The difference between a drowning man and one who has everything to lose are very obvious to the casual onlooker. A drowning man would seize on any attempt to save himself, grasping at the most straws and reaching for anything that could give him a chance at survival, while the man with everything to lose simply sits comfortably in his chair, potentially missing obvious things that could help later in life. In the Windows Phone world, there once was a company which had nothing to lose, whose life raft was Windows Phone. That company was Nokia, and once Microsoft purchased Nokia’s D & S division and then changed CEOs, you could see the downward spiral of Windows Phone hardware begin. In my research for my history of Windows Phone, perhaps with the benefit of hindsight, you could just about see the point where the Windows Phone platform began to flounder and fail.

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After Nokia announced and released the 1020 and subsequently the 1520, the Windows Phone platform looked like it was going to move forward, ostensibly for the better. We had powerful flagship devices, and apps by big names regularly being updated and the looming shadow of Windows Phone 8.1, which was going to change everything. The future was bright. What happened? Simply put, nothing. Once Windows Phone 8 released, Microsoft left the barely functional OS as it was for a year with bugs like the “other storage” bug and limited support for hardware. The 920 and co were great phones, but you couldn’t put them side by side with the monsters Android was bringing out. Imagine being Samsung or HTC, and releasing the Galaxy S4 or HTC One M7 and then showcasing the Samsung Ativ S2 with a Snapdragon S4 or HTC 8X2(Windows Phone 8×2 by HTC) with 720p and not bursting into laughter. It’s simply not going to happen.

Then there was the apps issue. Unlike Apple and Google which constantly produced apps and services for its platform, Microsoft did not prop up Windows Phone with new or exclusive features for a while. Kids Corner and Driving mode are useful, but I note that even now in Windows 10 they have yet to be updated. Even innovative features like the hubs did not receive extension from Microsoft services. Microsoft Outlook did not support all Outlook features, neither did Microsoft Office et al. Then Windows Phone 8.1 happened, Microsoft released a powerful new OS with quite a few new features. Yet it wasn’t enough. The OS had several strong points, but the loss of the integrated hub features and the abysmal state of Microsoft apps like Skype and Xbox Music put a dampener on the situation. To place everything wrong with Windows Phone 8.1 in a sentence, Microsoft released an OS without a functional music player. In the words of Joe Belfiore himself, “Alpha-level”.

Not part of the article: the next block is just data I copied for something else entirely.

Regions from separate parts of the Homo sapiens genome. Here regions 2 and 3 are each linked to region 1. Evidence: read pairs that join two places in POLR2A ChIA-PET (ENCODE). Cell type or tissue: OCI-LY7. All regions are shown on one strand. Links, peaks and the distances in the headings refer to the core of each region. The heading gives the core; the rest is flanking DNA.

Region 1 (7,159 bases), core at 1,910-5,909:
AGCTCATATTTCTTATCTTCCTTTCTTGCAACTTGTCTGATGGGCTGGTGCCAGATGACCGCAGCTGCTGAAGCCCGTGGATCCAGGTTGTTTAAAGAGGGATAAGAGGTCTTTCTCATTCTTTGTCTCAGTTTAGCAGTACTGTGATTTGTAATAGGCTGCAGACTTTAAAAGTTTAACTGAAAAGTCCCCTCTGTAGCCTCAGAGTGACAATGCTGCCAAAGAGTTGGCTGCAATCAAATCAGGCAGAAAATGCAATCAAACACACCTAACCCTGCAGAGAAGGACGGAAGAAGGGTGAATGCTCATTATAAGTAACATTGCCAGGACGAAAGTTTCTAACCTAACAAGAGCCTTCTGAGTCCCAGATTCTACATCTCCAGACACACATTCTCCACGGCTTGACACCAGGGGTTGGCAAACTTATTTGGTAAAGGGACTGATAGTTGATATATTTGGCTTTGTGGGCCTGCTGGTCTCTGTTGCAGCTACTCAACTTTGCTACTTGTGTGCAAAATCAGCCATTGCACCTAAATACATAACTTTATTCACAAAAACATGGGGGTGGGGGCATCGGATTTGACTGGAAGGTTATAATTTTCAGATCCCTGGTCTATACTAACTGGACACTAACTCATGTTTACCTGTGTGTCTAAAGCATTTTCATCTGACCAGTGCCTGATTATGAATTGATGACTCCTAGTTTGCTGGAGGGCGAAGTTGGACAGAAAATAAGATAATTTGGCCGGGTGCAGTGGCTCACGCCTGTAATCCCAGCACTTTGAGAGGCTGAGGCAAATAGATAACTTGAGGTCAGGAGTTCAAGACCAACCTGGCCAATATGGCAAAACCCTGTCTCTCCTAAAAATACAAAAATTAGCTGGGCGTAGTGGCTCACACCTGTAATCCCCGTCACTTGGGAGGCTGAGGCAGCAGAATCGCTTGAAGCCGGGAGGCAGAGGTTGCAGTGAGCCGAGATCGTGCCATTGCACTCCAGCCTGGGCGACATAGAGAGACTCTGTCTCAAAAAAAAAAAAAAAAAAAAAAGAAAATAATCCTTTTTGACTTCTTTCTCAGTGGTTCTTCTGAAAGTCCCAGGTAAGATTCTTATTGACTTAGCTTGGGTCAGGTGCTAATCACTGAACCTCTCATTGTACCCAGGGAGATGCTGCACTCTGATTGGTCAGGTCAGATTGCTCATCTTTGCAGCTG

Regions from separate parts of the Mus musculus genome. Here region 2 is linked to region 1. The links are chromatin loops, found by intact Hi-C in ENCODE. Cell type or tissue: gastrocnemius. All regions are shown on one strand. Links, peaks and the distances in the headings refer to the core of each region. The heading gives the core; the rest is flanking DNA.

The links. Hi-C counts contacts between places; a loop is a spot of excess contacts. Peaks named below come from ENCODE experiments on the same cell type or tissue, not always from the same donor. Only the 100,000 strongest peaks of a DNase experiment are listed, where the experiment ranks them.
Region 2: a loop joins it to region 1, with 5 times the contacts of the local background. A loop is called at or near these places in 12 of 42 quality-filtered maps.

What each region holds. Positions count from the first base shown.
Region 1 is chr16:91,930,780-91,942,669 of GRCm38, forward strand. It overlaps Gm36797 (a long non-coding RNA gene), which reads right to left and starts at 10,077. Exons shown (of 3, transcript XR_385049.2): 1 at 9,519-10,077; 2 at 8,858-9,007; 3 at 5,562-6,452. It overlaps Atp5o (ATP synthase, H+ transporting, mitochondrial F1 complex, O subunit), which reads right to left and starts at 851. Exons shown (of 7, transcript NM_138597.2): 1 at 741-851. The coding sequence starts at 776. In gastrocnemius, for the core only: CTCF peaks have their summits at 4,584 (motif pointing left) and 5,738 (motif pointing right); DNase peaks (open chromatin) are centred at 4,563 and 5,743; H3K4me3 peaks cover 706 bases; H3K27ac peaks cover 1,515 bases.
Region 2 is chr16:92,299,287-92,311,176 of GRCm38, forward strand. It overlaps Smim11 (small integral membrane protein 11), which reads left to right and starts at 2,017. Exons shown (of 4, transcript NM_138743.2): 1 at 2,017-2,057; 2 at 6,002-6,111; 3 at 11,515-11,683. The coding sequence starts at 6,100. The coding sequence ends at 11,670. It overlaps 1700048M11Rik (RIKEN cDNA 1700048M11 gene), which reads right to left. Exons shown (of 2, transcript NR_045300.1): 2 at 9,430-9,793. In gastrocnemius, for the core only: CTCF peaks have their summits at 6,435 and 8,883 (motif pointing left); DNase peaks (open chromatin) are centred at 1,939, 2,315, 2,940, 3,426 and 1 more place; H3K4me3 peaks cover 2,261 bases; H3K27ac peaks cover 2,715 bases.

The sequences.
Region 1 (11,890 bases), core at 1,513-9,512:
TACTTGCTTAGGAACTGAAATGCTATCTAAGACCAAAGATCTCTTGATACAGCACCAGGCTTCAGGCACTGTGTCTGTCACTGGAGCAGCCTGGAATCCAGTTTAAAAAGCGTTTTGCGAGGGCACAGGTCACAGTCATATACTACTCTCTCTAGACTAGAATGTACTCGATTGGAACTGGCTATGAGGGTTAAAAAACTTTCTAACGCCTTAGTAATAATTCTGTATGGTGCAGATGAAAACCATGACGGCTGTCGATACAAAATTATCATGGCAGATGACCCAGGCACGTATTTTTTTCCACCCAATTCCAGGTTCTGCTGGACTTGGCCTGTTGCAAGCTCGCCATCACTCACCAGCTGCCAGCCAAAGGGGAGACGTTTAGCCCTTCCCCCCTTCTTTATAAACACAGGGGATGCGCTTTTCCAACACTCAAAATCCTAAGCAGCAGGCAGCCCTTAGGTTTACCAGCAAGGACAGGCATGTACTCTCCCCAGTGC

After the release of Windows Phone 8.1 and the subsequent purchase of Nokia’s devices decision, not only did software updates cease, but hardware stopped coming as well. Windows Phone fans who follow the news would remember the story of the McLaren and how it was cancelled just before launch, leaving Windows Phone without a flagship device. Apparently, there was also another flagship designed by Nokia as well that- like the McLaren- didn’t see the light of day. Microsoft didn’t release these devices because some theorize, they didn’t offer enough differentiation. A point I find fascinating as Microsoft did itself release the 730, 735, 830, 640 and 640 XL which not only had inferior specs to similarly priced devices, but all had the exact same bas specs. If Microsoft had released the 935, 938, 939, 940 and 940 XL in the place of these devices, I doubt Windows Phone would be in the same situation.

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Aside from hardware, Microsoft also switched focus to Android and iOS in terms of software, not only releasing great apps for them, but also releasing better apps than Windows Phone equivalents. See my article on how Skype is one of the biggest issues for Windows Phone on that. For most people, Microsoft didn’t have to say it and probably didn’t intend it, but they delivered a vote of no confidence on Windows Phone right there and then. That killed Windows Phone in 2014, and each new low-mid range handset was like an escalating series of offensive gestures towards Microsoft’s long-suffering fans.

Like I put it a year ago, its like Microsoft got bored with Windows Phone 8 and moved on to Windows Phone 8.1 once it released. Then got bored with that and moved on to Windows 10 and Windows 10 mobile. I’m not sure how they managed to keep increasing sales for the past year (though I did theorise that flagship launches boosted Windows Phone sales and once they stopped, the drift began). Window Phone was doomed from the moment Microsoft took control over the full stack. While a cornered rat looking for survival is dangerous, a Lion that hasn’t realised that it is no longer the king is even less so. With Microsoft, Windows Phone became the latter, and by the time anyone realised that they should have been the former, it was too late.

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Now that Windows Phone has failed at its original goal, many predict that Microsoft would drop it and move on. But why would they? Is anyone under the illusion that iOS and Android would not simply be Blackberry and Symbian in a few years. Paradigms change, technology evolves and believing in your own power to stay on the top is the surest way to head to the bottom. With Windows 10 Mobile Microsoft has abandoned trying to be “the current thing”, they are looking for the next big shift. If they can find  and successfully make use of it, the world will shift again, possibly for the better.

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